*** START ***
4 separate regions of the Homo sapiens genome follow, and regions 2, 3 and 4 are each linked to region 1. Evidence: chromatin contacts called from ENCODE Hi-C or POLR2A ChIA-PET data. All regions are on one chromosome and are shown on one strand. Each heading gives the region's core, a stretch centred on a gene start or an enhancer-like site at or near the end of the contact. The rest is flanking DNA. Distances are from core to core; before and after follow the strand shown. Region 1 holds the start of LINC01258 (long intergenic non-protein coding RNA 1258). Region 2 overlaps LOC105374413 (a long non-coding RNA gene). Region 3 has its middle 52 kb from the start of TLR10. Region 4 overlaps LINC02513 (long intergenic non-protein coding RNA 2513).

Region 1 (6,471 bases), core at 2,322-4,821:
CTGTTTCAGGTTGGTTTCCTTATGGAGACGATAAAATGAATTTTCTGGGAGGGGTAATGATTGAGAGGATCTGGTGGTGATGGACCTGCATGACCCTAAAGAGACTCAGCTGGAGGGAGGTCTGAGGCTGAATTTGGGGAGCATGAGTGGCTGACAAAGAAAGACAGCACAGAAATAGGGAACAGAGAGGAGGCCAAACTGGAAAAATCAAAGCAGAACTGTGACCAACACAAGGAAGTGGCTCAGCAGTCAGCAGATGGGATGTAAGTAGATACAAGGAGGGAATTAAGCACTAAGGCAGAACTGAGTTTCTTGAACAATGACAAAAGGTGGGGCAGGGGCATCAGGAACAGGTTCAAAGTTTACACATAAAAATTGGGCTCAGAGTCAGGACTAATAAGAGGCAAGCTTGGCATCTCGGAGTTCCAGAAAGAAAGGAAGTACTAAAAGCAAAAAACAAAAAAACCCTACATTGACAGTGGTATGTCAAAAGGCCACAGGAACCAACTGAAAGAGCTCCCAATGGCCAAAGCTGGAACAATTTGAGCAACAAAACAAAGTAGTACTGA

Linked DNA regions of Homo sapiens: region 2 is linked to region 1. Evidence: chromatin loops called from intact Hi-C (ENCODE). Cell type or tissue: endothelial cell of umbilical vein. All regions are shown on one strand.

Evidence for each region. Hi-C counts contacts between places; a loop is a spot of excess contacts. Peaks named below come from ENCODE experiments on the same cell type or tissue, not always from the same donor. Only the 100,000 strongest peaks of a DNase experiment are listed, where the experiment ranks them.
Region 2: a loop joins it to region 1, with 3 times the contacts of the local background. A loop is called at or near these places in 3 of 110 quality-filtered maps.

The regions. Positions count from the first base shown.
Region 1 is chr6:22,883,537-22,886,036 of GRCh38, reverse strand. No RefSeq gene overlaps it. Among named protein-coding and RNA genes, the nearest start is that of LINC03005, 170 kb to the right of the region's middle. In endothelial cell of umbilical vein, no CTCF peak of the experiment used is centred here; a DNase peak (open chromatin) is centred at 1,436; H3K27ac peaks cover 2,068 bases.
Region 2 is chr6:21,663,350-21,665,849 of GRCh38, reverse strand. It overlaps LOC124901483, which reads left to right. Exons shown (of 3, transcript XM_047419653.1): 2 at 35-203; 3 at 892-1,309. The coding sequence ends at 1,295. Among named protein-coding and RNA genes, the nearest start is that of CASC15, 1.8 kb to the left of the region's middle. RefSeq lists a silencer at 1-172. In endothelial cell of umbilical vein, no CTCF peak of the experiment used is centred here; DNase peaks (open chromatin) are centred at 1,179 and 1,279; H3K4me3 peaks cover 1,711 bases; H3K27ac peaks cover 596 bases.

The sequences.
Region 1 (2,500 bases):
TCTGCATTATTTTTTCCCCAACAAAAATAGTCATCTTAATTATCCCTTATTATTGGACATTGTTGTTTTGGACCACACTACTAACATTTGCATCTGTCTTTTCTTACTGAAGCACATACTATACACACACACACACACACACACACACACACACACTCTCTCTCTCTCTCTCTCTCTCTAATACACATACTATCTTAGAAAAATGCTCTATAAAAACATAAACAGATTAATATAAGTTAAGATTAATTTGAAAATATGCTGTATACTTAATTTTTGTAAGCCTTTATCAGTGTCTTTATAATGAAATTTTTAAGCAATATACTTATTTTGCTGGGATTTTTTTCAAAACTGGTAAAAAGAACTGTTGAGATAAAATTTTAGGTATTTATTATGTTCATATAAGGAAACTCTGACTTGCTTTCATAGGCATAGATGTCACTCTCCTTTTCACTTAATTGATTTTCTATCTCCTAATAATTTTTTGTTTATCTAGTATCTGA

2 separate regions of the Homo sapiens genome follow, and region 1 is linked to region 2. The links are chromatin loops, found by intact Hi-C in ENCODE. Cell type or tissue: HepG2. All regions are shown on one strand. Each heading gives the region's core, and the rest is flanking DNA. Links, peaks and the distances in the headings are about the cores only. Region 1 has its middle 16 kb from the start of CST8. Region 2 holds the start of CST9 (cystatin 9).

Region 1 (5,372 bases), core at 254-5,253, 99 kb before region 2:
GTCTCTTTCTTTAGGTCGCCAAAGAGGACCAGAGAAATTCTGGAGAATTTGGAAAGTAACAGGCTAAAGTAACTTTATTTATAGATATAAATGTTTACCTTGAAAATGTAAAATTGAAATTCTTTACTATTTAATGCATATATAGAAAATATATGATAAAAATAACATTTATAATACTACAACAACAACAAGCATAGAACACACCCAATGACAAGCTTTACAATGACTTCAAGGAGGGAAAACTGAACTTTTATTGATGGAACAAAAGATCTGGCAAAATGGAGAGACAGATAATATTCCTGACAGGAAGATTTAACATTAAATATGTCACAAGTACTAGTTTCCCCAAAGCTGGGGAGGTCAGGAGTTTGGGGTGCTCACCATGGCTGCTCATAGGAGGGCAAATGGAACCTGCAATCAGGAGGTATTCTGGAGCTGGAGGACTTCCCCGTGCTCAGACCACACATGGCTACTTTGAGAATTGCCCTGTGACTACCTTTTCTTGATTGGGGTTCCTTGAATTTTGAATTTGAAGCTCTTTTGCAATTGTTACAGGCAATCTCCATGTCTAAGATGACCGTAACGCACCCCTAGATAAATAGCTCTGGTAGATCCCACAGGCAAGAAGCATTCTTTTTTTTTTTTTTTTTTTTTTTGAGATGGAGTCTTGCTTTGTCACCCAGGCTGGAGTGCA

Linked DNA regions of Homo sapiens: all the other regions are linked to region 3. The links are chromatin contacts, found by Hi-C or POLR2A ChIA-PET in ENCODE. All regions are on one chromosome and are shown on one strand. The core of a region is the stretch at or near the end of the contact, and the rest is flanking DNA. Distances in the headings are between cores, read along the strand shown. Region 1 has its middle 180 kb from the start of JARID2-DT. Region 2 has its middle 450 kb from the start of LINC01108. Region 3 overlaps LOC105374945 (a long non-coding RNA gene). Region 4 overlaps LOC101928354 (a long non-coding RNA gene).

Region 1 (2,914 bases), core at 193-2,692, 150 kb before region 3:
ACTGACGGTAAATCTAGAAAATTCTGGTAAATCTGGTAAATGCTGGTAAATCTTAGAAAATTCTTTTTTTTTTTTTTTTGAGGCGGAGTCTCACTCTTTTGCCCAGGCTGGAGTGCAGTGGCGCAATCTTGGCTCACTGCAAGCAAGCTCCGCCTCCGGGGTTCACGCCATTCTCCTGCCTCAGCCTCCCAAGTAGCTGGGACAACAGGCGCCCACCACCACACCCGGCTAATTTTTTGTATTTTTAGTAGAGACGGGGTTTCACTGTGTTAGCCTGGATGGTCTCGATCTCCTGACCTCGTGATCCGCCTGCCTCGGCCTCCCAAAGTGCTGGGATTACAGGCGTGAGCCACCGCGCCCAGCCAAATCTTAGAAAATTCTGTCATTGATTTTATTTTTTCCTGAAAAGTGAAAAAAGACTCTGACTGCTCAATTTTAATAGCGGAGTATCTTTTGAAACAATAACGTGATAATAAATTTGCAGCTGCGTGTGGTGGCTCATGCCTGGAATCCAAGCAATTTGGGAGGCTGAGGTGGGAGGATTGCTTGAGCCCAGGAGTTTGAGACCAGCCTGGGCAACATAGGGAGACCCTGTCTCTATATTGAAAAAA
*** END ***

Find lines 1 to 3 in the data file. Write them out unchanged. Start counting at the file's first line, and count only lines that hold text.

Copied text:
4 separate regions of the Homo sapiens genome follow, and regions 2, 3 and 4 are each linked to region 1. Evidence: chromatin contacts called from ENCODE Hi-C or POLR2A ChIA-PET data. All regions are on one chromosome and are shown on one strand. Each heading gives the region's core, a stretch centred on a gene start or an enhancer-like site at or near the end of the contact. The rest is flanking DNA. Distances are from core to core; before and after follow the strand shown. Region 1 holds the start of LINC01258 (long intergenic non-protein coding RNA 1258). Region 2 overlaps LOC105374413 (a long non-coding RNA gene). Region 3 has its middle 52 kb from the start of TLR10. Region 4 overlaps LINC02513 (long intergenic non-protein coding RNA 2513).

Region 1 (6,471 bases), core at 2,322-4,821:
CTGTTTCAGGTTGGTTTCCTTATGGAGACGATAAAATGAATTTTCTGGGAGGGGTAATGATTGAGAGGATCTGGTGGTGATGGACCTGCATGACCCTAAAGAGACTCAGCTGGAGGGAGGTCTGAGGCTGAATTTGGGGAGCATGAGTGGCTGACAAAGAAAGACAGCACAGAAATAGGGAACAGAGAGGAGGCCAAACTGGAAAAATCAAAGCAGAACTGTGACCAACACAAGGAAGTGGCTCAGCAGTCAGCAGATGGGATGTAAGTAGATACAAGGAGGGAATTAAGCACTAAGGCAGAACTGAGTTTCTTGAACAATGACAAAAGGTGGGGCAGGGGCATCAGGAACAGGTTCAAAGTTTACACATAAAAATTGGGCTCAGAGTCAGGACTAATAAGAGGCAAGCTTGGCATCTCGGAGTTCCAGAAAGAAAGGAAGTACTAAAAGCAAAAAACAAAAAAACCCTACATTGACAGTGGTATGTCAAAAGGCCACAGGAACCAACTGAAAGAGCTCCCAATGGCCAAAGCTGGAACAATTTGAGCAACAAAACAAAGTAGTACTGA